McNamara lauds benefits of phased format
By Liam Hogan
Tipperary’s win over Limerick in the Munster Minor Football Championship Phase 1 final was met with great excitement as the small band of supporters greeted the players in the middle of the field after the final whistle, including manager John McNamara.
“I’m elated to be honest to see Charlie King from North Tipperary lift the Darrel Darcy Trophy which we have seen at under 17 level, a wonderful footballer (Darcy) so tragically killed and to bring it back to North Tipp.”
“It is also fitting that one of Darrel’s close friends was George Hannigan and as I said before George did a lot of work with these players when they were in the academy.”
No doubt this latest win for Tipperary was the most difficult but also their most impressive. After a promising start which saw them take a 0-2 to 0-1 lead by the tenth minute, they withdrew into a defensive format where Limerick dominated possession.
“The first ten or fifteen minutes was nip and tuck,” added the Tipp boss.
“They dominated before the black card came along. But we took our opportunities while they kicked a lot of wides in the first half.”
However, if this Tipp defence needed to be disciplined this was the time and boy did, they defend with Charlie King, Eoin O’Connell, and Jamie Bergin keeping vigil. But on so many occasions Tipp turned defence into attack and wing back Thomas Charles carried much ball out of defence.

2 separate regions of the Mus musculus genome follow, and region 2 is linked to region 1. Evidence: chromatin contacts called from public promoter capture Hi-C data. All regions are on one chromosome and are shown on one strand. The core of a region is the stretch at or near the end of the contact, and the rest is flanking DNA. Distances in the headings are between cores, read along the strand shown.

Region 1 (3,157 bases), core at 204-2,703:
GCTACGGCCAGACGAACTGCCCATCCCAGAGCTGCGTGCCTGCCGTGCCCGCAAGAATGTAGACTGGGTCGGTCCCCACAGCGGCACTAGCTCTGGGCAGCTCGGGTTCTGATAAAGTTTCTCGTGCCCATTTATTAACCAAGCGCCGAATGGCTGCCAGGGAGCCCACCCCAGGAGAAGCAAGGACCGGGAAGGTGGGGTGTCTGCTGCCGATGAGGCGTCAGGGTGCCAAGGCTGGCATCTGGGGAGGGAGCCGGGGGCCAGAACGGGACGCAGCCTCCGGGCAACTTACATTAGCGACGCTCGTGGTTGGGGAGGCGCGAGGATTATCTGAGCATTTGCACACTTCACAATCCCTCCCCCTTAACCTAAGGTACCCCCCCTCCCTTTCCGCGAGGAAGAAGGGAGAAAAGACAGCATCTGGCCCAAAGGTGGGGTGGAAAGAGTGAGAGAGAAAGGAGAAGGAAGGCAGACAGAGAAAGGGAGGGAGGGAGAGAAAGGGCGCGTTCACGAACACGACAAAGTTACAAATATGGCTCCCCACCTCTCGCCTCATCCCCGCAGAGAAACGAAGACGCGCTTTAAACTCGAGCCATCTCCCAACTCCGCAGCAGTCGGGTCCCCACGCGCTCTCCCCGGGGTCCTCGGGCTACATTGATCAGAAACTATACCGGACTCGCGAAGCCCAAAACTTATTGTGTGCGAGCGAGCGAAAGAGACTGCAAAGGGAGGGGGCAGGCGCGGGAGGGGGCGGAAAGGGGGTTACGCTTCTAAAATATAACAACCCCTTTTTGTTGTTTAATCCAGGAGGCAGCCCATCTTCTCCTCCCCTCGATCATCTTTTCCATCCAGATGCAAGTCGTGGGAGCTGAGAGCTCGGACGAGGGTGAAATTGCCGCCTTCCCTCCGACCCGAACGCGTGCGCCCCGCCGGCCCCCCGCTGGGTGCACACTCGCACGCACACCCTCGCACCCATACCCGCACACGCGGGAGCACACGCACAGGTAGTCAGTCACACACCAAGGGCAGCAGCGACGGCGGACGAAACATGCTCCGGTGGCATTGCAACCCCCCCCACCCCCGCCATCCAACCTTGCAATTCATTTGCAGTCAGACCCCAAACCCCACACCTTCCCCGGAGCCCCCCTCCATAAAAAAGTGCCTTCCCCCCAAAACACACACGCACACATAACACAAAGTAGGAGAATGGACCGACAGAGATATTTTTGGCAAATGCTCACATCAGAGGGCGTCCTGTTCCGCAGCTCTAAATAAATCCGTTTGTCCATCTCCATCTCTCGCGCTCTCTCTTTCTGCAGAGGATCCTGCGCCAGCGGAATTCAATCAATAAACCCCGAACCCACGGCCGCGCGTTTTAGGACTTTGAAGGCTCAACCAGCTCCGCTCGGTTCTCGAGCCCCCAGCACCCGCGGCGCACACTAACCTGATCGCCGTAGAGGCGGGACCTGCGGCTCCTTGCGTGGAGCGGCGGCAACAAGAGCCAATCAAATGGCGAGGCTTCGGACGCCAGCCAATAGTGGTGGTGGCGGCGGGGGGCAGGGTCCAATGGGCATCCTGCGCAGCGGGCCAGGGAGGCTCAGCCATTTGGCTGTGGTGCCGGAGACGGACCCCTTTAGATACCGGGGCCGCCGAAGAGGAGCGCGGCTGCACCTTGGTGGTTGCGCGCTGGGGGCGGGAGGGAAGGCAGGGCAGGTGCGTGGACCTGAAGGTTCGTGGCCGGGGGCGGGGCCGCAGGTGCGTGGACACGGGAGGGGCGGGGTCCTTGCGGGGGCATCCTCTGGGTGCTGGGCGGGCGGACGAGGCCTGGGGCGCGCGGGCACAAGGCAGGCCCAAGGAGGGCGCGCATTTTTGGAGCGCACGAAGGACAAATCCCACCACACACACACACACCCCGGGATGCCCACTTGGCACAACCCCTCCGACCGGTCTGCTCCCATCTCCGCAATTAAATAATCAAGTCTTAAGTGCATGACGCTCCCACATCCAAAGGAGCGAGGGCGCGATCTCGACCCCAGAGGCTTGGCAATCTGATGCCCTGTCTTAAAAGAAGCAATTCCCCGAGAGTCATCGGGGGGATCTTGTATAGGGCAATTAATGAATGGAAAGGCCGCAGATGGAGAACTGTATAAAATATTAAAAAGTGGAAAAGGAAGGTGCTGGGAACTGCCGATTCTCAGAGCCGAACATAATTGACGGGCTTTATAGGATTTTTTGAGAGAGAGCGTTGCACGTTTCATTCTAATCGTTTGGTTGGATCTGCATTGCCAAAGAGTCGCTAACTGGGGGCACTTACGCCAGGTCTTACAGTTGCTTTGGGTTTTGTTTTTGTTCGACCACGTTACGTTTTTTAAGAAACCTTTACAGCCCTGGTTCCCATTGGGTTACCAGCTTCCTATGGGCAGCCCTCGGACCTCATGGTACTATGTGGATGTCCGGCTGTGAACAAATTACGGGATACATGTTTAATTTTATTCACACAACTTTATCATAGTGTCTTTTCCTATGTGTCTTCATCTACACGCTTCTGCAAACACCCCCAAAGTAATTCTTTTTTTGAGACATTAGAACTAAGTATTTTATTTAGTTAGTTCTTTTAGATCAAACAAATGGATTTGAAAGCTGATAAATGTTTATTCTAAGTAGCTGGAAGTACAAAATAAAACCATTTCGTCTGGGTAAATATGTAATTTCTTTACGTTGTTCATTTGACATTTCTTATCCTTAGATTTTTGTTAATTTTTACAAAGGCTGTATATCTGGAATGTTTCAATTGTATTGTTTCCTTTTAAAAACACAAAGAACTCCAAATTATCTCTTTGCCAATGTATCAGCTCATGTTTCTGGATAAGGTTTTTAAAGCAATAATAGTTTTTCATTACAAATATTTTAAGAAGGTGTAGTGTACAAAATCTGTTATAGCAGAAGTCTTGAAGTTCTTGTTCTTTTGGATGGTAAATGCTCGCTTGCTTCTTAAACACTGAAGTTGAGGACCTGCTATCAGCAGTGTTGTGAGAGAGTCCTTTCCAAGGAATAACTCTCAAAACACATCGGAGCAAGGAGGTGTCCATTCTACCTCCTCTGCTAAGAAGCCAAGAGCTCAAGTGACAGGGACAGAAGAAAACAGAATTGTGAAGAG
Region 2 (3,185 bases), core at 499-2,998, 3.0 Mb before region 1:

Despite having so much possession, the Limerick following were almost tearing their hair out as Limerick’s habit of playing ball back out the field in a bid to recycle. Tipp led 0-5 to 0-2 at half time but were man short in the sin-bin.
“We knew when we walked into the dressing room at half time that we had six minutes (sinbin time) to defend after the break,” McNamara added.
“They first thing we did was kick a score. That’s the response. They got a goal soon after but as we said to them, no matter what happens they have to get level with us and take the lead. That is where the winning mentality comes from, down deep.”
With Limerick down to fourteen men after Paddy Downey was sinbinned in the 38th minute, Tipp scored 1-3 without reply. The championship quarter and it was a satisfactory period as McNamara agreed.
“What we saw last week against Clare was that they shut down Charlie King’s run from six and also curtailed Daithi Hogan. When suddenly space opened, we saw Daithi Hogan tear up the ground. I can’t imagine any player in Ireland to stop Hogan when he is in full flight.”
But amidst all the excitement it was almost forgotten that the ten-point victory over Treaty men meant a place in the Munster semi-final proper against Cork on May 19th.
“This has been a wonderful system for Tipp,” McNamara added.
“Both Tipp and Limerick had four Munster championship games so far. That is gold-dust for players at this age.
The one disappointing them made is that I feel Limerick deserve to be in the Munster semi-final as well."